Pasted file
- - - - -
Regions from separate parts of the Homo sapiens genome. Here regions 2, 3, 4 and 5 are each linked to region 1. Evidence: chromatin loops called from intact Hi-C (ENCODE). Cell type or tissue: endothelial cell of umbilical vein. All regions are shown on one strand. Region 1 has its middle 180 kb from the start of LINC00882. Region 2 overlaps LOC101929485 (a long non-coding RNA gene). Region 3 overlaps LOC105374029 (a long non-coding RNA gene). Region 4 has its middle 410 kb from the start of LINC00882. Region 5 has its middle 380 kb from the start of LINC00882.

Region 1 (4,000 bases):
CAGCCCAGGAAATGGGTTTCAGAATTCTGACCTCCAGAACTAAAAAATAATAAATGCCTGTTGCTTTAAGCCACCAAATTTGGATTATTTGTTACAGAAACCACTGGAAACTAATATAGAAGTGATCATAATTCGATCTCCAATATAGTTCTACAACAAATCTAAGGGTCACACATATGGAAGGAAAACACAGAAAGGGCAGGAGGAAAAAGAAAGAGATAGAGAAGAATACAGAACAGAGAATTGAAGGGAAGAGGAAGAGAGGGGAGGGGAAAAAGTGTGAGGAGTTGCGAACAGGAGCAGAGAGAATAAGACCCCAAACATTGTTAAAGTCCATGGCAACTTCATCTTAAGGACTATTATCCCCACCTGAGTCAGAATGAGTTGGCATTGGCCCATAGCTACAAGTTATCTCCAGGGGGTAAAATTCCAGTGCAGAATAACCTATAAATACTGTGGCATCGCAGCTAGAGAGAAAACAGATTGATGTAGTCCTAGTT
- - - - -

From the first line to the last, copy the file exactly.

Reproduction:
Regions from separate parts of the Homo sapiens genome. Here regions 2, 3, 4 and 5 are each linked to region 1. Evidence: chromatin loops called from intact Hi-C (ENCODE). Cell type or tissue: endothelial cell of umbilical vein. All regions are shown on one strand. Region 1 has its middle 180 kb from the start of LINC00882. Region 2 overlaps LOC101929485 (a long non-coding RNA gene). Region 3 overlaps LOC105374029 (a long non-coding RNA gene). Region 4 has its middle 410 kb from the start of LINC00882. Region 5 has its middle 380 kb from the start of LINC00882.

Region 1 (4,000 bases):
CAGCCCAGGAAATGGGTTTCAGAATTCTGACCTCCAGAACTAAAAAATAATAAATGCCTGTTGCTTTAAGCCACCAAATTTGGATTATTTGTTACAGAAACCACTGGAAACTAATATAGAAGTGATCATAATTCGATCTCCAATATAGTTCTACAACAAATCTAAGGGTCACACATATGGAAGGAAAACACAGAAAGGGCAGGAGGAAAAAGAAAGAGATAGAGAAGAATACAGAACAGAGAATTGAAGGGAAGAGGAAGAGAGGGGAGGGGAAAAAGTGTGAGGAGTTGCGAACAGGAGCAGAGAGAATAAGACCCCAAACATTGTTAAAGTCCATGGCAACTTCATCTTAAGGACTATTATCCCCACCTGAGTCAGAATGAGTTGGCATTGGCCCATAGCTACAAGTTATCTCCAGGGGGTAAAATTCCAGTGCAGAATAACCTATAAATACTGTGGCATCGCAGCTAGAGAGAAAACAGATTGATGTAGTCCTAGTT